WED 7 - 12 - 2022
Date: May 31, 2012
Egyptian women’s rights on the backburner

Aline Sara


On Monday night, the official results of Egypt’s landmark post-revolution democratic elections confirmed the progression to a second round of voting between former Prime Minister Ahmed Shafik—referred to as a “feloul,” or a remnant of the deposed Mubarak regime—and the Muslim Brotherhood’s highly conservative Mohamed Morsi. Egypt is already ruled by an Islamist parliament, and if either man wins the election, many believe, the country would no doubt move in a conservative direction.

Following the Egyptian revolution in January 2011, a number of media outlets highlighted the plight of women in the country, the most notable being Egyptian American journalist Mona ElTahawy’s controversial Foreign Policy article “Why do they hate us?” about backward Arab attitudes toward women.
Interestingly, prior to the elections in Egypt last week, none of the campaigns mentioned women’s rights. During the two-day polling, NOW Lebanon took to the streets of Cairo to figure out why women’s rights is not a major issue to many Egyptians, including women themselves.
While for foreign women in Cairo, sexual harassment tops the list of daily annoyances, only one Egyptian woman interviewed complained about the pervasiveness of the phenomenon. Sarah Mounir, a 23-year-old Coptic Christian, said that the majority of Egyptian men harass women on the street. “They think that if you’re not veiled it is an invitation to be harassed,” she said. She noted, however, that a small group of people is fighting back, citing recent initiatives such as the harass map project.
All the other Egyptian women interviewed, however, cited general security as a more pressing concern, especially in light of increased post-revolution violence by random thugs and street gangs.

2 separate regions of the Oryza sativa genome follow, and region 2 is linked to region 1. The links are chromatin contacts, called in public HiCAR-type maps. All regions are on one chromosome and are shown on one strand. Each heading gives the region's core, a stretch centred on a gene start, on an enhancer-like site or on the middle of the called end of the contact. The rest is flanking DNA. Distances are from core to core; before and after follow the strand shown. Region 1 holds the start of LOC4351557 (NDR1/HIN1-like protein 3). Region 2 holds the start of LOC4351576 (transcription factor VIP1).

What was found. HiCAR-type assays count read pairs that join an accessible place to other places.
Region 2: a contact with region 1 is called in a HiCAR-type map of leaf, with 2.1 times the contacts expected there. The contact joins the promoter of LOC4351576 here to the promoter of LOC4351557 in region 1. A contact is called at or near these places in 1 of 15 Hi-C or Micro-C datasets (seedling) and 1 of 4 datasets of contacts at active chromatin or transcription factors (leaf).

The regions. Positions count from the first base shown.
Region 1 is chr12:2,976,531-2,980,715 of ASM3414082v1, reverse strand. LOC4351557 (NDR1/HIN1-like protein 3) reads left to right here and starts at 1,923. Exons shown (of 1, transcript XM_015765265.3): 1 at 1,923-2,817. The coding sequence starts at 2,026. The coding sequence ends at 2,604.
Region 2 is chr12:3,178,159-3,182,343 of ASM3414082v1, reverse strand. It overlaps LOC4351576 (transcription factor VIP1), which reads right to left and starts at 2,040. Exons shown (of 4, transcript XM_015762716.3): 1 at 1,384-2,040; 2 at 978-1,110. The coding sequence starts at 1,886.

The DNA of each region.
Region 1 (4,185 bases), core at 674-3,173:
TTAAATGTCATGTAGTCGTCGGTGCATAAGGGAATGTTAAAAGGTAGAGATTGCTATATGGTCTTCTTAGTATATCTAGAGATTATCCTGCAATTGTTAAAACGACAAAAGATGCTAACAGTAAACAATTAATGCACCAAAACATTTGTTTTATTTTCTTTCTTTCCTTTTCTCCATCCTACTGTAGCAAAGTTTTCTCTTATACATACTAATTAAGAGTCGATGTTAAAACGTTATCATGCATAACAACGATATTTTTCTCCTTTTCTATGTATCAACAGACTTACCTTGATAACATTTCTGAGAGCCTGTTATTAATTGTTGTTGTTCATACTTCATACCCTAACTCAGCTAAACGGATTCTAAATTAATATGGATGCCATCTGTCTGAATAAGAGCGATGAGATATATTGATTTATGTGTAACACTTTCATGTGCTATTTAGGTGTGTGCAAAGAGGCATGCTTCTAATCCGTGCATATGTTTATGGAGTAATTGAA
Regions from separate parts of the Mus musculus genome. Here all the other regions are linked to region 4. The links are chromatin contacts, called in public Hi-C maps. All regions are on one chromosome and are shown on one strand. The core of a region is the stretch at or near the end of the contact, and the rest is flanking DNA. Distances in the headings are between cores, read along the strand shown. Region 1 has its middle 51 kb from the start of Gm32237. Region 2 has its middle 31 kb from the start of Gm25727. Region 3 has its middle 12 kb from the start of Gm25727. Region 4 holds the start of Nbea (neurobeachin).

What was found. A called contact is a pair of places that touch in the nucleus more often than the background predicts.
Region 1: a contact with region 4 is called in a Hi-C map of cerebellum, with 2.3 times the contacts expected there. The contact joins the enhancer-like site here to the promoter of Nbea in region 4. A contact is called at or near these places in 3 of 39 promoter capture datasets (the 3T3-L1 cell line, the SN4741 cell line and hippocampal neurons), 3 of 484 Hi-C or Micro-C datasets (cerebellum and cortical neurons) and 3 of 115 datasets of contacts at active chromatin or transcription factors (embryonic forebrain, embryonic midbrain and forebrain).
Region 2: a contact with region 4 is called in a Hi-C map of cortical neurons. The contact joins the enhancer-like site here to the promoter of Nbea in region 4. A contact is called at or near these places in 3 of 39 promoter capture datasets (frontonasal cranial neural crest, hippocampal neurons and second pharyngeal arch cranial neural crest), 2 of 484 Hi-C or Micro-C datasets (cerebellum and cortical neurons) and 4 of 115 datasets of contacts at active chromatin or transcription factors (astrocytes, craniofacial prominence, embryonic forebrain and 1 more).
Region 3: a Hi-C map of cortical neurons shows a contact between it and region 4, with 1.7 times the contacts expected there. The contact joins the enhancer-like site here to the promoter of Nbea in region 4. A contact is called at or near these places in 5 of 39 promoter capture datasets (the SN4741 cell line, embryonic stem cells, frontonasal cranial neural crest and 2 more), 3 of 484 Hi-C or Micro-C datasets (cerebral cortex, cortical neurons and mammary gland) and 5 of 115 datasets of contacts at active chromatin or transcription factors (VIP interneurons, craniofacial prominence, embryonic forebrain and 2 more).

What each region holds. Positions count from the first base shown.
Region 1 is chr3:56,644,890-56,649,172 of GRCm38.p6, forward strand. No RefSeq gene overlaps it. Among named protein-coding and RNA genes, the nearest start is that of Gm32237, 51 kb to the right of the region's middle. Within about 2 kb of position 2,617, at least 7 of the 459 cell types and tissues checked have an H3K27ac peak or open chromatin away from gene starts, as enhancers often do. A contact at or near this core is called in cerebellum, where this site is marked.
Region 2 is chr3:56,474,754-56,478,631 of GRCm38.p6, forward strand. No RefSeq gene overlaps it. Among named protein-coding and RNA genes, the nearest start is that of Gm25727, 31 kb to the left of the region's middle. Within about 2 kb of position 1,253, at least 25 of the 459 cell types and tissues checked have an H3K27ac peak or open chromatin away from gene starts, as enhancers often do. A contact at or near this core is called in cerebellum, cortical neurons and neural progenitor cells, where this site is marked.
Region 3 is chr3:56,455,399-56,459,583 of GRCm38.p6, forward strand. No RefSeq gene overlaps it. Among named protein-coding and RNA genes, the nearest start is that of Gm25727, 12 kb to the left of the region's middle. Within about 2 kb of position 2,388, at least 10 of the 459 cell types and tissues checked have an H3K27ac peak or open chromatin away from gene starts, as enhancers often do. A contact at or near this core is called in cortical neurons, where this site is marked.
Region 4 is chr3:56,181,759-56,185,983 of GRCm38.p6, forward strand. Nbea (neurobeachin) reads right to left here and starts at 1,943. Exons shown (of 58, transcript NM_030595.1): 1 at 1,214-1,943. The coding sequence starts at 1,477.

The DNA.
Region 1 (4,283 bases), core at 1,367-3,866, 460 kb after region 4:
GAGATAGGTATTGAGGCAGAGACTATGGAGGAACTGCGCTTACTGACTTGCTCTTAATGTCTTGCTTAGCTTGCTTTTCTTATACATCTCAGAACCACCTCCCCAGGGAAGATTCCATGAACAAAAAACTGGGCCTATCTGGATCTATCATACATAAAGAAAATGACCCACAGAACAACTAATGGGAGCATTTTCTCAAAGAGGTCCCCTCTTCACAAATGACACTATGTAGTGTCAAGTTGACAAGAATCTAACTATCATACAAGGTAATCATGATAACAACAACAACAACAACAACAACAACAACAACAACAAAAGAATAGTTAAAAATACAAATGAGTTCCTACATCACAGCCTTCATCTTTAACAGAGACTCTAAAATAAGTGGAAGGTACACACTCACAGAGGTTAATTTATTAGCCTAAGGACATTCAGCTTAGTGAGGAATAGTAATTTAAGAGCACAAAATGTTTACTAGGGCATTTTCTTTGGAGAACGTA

The economy was by far the most popular concern. “I am happy about these elections and support Morsi because he is making great efforts to help our economy. I want my children to be able to eat and go to school,” said Hanin Zakariah, a 42-year-old mother of two, monitoring the polls in downtown Abdeen, Cairo. When asked about whether women face unequal treatment in Egyptian society, she said, “Yes, we have a lower salary, but Morsi is specifically working on this,” she said.
Echoing concerns about the economy was Yasmeen Shardawi, a woman in her 30s working on the campaign of opposition leader Hamdeen Sabahi, who did well in Cairo and was most popular with liberal revolutionaries. “The economy, stability and safety, this is what we must work for first,” she stressed. “Then we move onto issues related to women’s rights.”
Most women didn’t believe that there was even a problem to be addressed. “Women here are strong and were even more threatening to the power when they marched upon Tahrir Square,” Shardawi said.

Some went as far as to say that Egyptian women have a significant voice, especially as head of most households.

At a polling station in Abdeen, three girls under 30, who were thrilled about participating in Egypt’s first free electoral process, casted their votes for Morsi. When asked if women are sidelined in Egyptian politics and in general, Ola Hassin, 28, said, “All women are participating; there is no sense of women not belonging in the realm of politics.” She also did not express concern over the issues of domestic violence, female genital mutilation or sexual harassment in her country.
Sally Samir, media spokesperson for the socialist candidate Khaled Ali, noted the discrepancy between rural and urban ways of thinking, especially on issues like female genital mutilation, which was criminalized in Egypt in 2008 but is still widely practiced. Recently, there was an outcry by human rights groups after the Muslim Brotherhood sponsored doctors performing the procedure in the Minya governorate south of Cairo.

Several activists remained skeptical of the seeming lack of concern among women about their rights, saying they were simply not speaking out of fear. But Samir felt otherwise. To her, women are both aware and increasingly speaking up.
“We’ve seen how the popularity of the Muslim Brotherhood has gone down, not only because of the situation with the constitution and the assembly, but also because of the female candidate in parliament trying to push regressive legislation.” 

“On the contrary, women, especially women living in poverty, are demanding, and we will not give up on them,” she added.


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